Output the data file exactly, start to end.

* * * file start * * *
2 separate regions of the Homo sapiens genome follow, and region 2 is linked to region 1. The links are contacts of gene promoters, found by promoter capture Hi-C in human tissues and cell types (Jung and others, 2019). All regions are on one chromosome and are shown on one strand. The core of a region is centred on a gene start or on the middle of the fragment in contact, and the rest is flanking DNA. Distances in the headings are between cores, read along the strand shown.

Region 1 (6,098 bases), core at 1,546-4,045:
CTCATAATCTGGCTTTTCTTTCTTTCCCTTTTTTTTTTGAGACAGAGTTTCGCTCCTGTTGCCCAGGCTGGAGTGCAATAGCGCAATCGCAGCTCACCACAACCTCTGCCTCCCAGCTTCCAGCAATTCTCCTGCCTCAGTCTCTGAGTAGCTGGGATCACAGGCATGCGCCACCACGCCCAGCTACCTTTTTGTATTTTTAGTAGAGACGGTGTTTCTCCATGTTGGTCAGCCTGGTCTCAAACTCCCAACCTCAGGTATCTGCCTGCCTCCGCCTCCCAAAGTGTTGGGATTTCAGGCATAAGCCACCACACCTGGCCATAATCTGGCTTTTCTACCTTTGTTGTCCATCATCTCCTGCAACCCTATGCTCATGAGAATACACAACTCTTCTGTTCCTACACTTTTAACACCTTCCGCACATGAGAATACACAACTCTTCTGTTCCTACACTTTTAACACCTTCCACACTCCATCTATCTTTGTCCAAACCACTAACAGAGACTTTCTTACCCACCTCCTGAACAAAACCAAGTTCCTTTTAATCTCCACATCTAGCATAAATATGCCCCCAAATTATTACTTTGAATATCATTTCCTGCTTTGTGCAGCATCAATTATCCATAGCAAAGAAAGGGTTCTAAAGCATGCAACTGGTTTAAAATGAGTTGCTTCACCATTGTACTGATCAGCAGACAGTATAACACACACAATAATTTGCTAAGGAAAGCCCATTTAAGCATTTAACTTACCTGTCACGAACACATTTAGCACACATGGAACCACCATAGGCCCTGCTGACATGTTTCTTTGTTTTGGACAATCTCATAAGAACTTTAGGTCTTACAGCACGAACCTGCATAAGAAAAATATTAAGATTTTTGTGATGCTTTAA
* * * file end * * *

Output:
2 separate regions of the Homo sapiens genome follow, and region 2 is linked to region 1. The links are contacts of gene promoters, found by promoter capture Hi-C in human tissues and cell types (Jung and others, 2019). All regions are on one chromosome and are shown on one strand. The core of a region is centred on a gene start or on the middle of the fragment in contact, and the rest is flanking DNA. Distances in the headings are between cores, read along the strand shown.

Region 1 (6,098 bases), core at 1,546-4,045:
CTCATAATCTGGCTTTTCTTTCTTTCCCTTTTTTTTTTGAGACAGAGTTTCGCTCCTGTTGCCCAGGCTGGAGTGCAATAGCGCAATCGCAGCTCACCACAACCTCTGCCTCCCAGCTTCCAGCAATTCTCCTGCCTCAGTCTCTGAGTAGCTGGGATCACAGGCATGCGCCACCACGCCCAGCTACCTTTTTGTATTTTTAGTAGAGACGGTGTTTCTCCATGTTGGTCAGCCTGGTCTCAAACTCCCAACCTCAGGTATCTGCCTGCCTCCGCCTCCCAAAGTGTTGGGATTTCAGGCATAAGCCACCACACCTGGCCATAATCTGGCTTTTCTACCTTTGTTGTCCATCATCTCCTGCAACCCTATGCTCATGAGAATACACAACTCTTCTGTTCCTACACTTTTAACACCTTCCGCACATGAGAATACACAACTCTTCTGTTCCTACACTTTTAACACCTTCCACACTCCATCTATCTTTGTCCAAACCACTAACAGAGACTTTCTTACCCACCTCCTGAACAAAACCAAGTTCCTTTTAATCTCCACATCTAGCATAAATATGCCCCCAAATTATTACTTTGAATATCATTTCCTGCTTTGTGCAGCATCAATTATCCATAGCAAAGAAAGGGTTCTAAAGCATGCAACTGGTTTAAAATGAGTTGCTTCACCATTGTACTGATCAGCAGACAGTATAACACACACAATAATTTGCTAAGGAAAGCCCATTTAAGCATTTAACTTACCTGTCACGAACACATTTAGCACACATGGAACCACCATAGGCCCTGCTGACATGTTTCTTTGTTTTGGACAATCTCATAAGAACTTTAGGTCTTACAGCACGAACCTGCATAAGAAAAATATTAAGATTTTTGTGATGCTTTAA